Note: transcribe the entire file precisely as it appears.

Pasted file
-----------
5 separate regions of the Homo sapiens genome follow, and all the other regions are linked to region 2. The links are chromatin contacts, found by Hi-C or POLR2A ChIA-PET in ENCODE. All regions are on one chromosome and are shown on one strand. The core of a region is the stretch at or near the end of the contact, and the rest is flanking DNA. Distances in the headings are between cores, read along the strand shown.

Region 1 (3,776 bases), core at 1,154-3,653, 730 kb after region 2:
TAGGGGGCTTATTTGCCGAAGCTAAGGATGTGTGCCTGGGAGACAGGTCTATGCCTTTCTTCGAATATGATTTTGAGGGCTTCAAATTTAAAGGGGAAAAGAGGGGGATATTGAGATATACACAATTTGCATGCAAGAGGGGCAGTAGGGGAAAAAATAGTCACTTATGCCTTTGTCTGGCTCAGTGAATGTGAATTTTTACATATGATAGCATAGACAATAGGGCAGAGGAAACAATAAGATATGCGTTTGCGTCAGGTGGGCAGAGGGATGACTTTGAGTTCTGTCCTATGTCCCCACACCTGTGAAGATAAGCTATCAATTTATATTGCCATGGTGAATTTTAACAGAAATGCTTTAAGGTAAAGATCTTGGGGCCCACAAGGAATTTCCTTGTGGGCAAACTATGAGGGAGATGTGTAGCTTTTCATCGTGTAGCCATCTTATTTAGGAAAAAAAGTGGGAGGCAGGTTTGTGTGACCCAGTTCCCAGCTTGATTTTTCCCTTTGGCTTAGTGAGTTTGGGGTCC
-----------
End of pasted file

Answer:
5 separate regions of the Homo sapiens genome follow, and all the other regions are linked to region 2. The links are chromatin contacts, found by Hi-C or POLR2A ChIA-PET in ENCODE. All regions are on one chromosome and are shown on one strand. The core of a region is the stretch at or near the end of the contact, and the rest is flanking DNA. Distances in the headings are between cores, read along the strand shown.

Region 1 (3,776 bases), core at 1,154-3,653, 730 kb after region 2:
TAGGGGGCTTATTTGCCGAAGCTAAGGATGTGTGCCTGGGAGACAGGTCTATGCCTTTCTTCGAATATGATTTTGAGGGCTTCAAATTTAAAGGGGAAAAGAGGGGGATATTGAGATATACACAATTTGCATGCAAGAGGGGCAGTAGGGGAAAAAATAGTCACTTATGCCTTTGTCTGGCTCAGTGAATGTGAATTTTTACATATGATAGCATAGACAATAGGGCAGAGGAAACAATAAGATATGCGTTTGCGTCAGGTGGGCAGAGGGATGACTTTGAGTTCTGTCCTATGTCCCCACACCTGTGAAGATAAGCTATCAATTTATATTGCCATGGTGAATTTTAACAGAAATGCTTTAAGGTAAAGATCTTGGGGCCCACAAGGAATTTCCTTGTGGGCAAACTATGAGGGAGATGTGTAGCTTTTCATCGTGTAGCCATCTTATTTAGGAAAAAAAGTGGGAGGCAGGTTTGTGTGACCCAGTTCCCAGCTTGATTTTTCCCTTTGGCTTAGTGAGTTTGGGGTCC